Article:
Herbs that Lower Your Cholesterol


Cholesterol is needed by your body, however, too much cholesterol can signal that you are at risk of heart disease

Cholesterol is needed by your body to make the walls of all your cells, to make hormones, to help make Vitamin D, and to help digest fat; however too much cholesterol can signal that you are at risk of heart disease.


Some types of cholesterol are better than others

Some types of cholesterol are better than others; the good cholesterol is called High Density Lipids (HDL), and the bad cholesterol is known as Low Density Lipids (LDL). A blood test shows how much of each of these are present, and will also show other fats in the blood.


Changes in your diet can help

Changes in your diet can help decrease the bad cholesterol and increase the good type.


High quality fat in your diet improves cholesterol

Contrary to popular belief including high quality fat in your diet can actually improve cholesterol level. It is very important to avoid damaging fats found in overheated and fast foods.


Avoid sugars

Even more important, avoid sugars and refined foods as these are most likely to cause imbalances leading to high cholesterol. There are many other important foods and nutrients that help lower the bad cholesterol.


Click here to read more about changes you can make to your diet to help cholesterol levels.


Naturopaths will always guide you about these dietary aspects; in addition we often include herbal remedies to help you reach a healthy cholesterol level.



Herbs used traditionally to lower cholesterol

Many herbs have been used traditionally to lower cholesterol [6], not all these have been the subject of research studies, but the scientific  evidence is growing and there is greater understanding about how herbs work [67].


Milk thistle or Silybum marianum

The herb commonly known as Milk thistle (or by its botannical name Silybum marianum), has long had a great reputation for stimulating healing in the liver. It has recently been shown that it helps give healthier cholesterol levels [1, 2]. In a study a few years ago, fifty people who had Type 2 diabetes, and unhealthily high cholesterol, were given Silybum marianum. After four months not only were their bad cholesterol levels and blood fats lower, but their blood sugar levels also improved [2].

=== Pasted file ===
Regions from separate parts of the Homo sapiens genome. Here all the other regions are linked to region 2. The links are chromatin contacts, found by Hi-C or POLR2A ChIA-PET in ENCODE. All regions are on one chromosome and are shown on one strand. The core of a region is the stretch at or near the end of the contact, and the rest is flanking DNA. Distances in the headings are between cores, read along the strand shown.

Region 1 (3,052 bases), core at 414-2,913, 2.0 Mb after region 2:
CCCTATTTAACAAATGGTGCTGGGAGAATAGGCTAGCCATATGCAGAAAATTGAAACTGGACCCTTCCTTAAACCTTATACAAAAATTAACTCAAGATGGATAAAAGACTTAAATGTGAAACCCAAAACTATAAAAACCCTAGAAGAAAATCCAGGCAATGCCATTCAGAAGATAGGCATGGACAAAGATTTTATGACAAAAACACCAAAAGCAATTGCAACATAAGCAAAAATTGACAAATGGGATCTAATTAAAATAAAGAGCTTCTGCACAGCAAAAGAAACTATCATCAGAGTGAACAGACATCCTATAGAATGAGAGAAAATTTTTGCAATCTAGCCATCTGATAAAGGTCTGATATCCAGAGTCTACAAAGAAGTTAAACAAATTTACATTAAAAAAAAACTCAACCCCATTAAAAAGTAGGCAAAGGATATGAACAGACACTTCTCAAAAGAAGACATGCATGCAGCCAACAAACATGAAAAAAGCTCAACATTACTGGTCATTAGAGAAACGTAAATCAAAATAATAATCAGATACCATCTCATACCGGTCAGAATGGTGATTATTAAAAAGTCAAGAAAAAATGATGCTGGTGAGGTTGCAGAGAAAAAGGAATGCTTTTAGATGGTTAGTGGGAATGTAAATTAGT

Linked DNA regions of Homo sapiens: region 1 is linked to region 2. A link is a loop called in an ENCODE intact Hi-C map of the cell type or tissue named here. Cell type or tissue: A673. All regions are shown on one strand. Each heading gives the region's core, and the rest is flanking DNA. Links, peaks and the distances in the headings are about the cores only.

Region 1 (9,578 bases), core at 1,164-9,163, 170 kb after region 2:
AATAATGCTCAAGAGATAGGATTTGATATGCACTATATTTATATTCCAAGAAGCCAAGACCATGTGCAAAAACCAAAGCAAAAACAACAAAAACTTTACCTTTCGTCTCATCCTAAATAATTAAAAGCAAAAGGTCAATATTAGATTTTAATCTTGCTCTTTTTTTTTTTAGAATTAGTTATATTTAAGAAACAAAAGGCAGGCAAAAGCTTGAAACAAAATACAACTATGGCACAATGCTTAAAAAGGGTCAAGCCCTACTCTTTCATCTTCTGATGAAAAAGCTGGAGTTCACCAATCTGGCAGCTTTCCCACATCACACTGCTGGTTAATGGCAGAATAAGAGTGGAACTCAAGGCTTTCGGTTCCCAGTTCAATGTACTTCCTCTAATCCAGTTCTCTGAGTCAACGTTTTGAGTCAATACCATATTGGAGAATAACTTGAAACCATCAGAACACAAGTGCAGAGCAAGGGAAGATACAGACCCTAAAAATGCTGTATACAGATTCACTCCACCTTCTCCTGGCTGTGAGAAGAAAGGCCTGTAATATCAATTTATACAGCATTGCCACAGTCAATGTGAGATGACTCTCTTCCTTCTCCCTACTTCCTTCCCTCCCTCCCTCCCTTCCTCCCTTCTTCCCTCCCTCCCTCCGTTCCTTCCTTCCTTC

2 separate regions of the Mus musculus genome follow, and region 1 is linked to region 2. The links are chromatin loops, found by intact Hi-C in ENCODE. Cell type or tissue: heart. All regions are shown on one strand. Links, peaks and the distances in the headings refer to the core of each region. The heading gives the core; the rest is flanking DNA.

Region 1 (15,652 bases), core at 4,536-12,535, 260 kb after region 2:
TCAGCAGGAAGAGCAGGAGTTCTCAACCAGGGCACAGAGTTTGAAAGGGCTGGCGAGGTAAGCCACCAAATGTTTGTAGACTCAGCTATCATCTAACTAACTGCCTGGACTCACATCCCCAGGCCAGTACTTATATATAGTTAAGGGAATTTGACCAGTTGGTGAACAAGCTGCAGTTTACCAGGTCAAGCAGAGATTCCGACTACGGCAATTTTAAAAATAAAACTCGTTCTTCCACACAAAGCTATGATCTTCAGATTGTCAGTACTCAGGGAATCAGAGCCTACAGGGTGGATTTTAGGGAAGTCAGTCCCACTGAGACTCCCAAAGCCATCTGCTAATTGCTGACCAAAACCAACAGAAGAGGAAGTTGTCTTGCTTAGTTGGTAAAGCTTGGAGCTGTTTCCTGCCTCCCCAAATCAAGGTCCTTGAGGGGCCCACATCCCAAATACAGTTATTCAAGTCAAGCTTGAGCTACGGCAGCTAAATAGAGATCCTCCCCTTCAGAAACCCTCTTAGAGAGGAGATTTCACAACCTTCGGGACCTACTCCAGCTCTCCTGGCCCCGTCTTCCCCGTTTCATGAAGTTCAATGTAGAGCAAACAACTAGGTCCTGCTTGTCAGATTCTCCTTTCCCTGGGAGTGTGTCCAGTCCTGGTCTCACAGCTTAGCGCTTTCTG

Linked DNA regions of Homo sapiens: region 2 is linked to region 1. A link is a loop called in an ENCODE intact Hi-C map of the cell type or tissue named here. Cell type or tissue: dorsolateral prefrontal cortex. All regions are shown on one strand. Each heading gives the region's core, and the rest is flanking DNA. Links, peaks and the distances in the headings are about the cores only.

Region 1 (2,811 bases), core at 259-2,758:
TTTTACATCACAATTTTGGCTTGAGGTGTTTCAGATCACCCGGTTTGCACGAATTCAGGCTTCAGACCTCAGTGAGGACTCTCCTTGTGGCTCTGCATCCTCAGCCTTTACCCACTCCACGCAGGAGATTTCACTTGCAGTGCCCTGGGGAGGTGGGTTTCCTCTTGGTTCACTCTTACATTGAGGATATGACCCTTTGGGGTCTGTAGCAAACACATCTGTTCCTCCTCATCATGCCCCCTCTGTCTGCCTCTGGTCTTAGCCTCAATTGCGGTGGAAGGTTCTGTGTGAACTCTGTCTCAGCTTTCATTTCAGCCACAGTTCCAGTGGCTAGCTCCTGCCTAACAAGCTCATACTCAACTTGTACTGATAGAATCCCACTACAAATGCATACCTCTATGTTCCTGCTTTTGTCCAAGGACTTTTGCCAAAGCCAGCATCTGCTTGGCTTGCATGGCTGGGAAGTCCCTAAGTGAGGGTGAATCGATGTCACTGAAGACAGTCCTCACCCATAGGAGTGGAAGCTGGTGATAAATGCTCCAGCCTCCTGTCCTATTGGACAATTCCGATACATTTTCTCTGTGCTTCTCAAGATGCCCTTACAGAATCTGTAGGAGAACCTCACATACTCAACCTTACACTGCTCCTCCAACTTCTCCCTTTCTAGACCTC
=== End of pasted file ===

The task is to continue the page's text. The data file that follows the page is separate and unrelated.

Artichoke or Cynara scolymus

Artichoke, or botannical name Cynara scolymus, can be used as a food but is best taken as a more concentrated herbal medicine. It can inhibit your body from making too much cholesterol [3]. When seventy five people with high cholesterol took a herbal preparation of Artichoke for 12 weeks their overall cholesterol dropped to a healthier level [4]. Artichoke has also been shown to be helpful with indigestion, probably as it helps break down fat [5].


Berberine found in many herbs

Berberine is a substance found in many herbs that are used traditionally to support the liver and lower cholesterol; research findings show berberine lowers cholesterol and blood fats in a  different way to statin drugs [8].


Guggul or Commiphora mukul

The herb Guggul (or botannical name Commiphora mukul) has been used traditionally for over 2000 years [6]. When people took this herb for 9 months their cholesterol levels improved as much as the reported cholesterol and blood fat lowering effect of modern drugs [9].


Withania somnifera

Another herb Withania somnifera is being studied by scientists with regard to its beneficial effects on cholesterol; they demonstrate it can decrease the bad cholesterol, blood fats and total cholesterol, and increase the good cholesterol [10, 11].


Herbs tend to be safer and have fewer side effects

When taken correctly herbs tend to have fewer side effects and are safer than many pharmaceutical medications used to lower cholesterol, this makes the herbal option more appealing to many people [5, 10].


White Horehound

White Horehound (botanical name Marrubium vulgare) has a number of traditional uses; it can help respiratory problems, digestive problems, help lower blood sugar levels, and will also decrease cholesterol and blood fats [12131415].


Gymnema herb

The  Gymnema herb (botanical name Gymnema sylvestre) has had a long history of use in Audevic medicine to lower bood sugar levels and reduce obesity. Research has been undertaken in recent years which demonstrates it helps lower both blood sugar levels and cholesterol [16]. A compound called dihydroxy gymnemic triacetatefound in Gymnema has been found to  lower blood sugar levels, triglycerides, total cholesterol, LDL-cholesterol, and improve HDL-cholesterol; in addition it has been shown to help liver function [17].



Hawthorn (botanical name Crataegus monogyna) traditionally used in all heart and circulation complaints will also improve cholesterol [1819].


Ginkgo biloba

Ginkgo biloba works in a very different way to statin medications to decrease cholesterol [20].


Ensure you receive advice before using any herbal medicines.


Contact Bay Health Clinic today to find out more about herbal medicine that can be tailored to your personal needs and to book your Naturopathic consultation; call 07 571 3226 or email us: ask@bayhealth.nz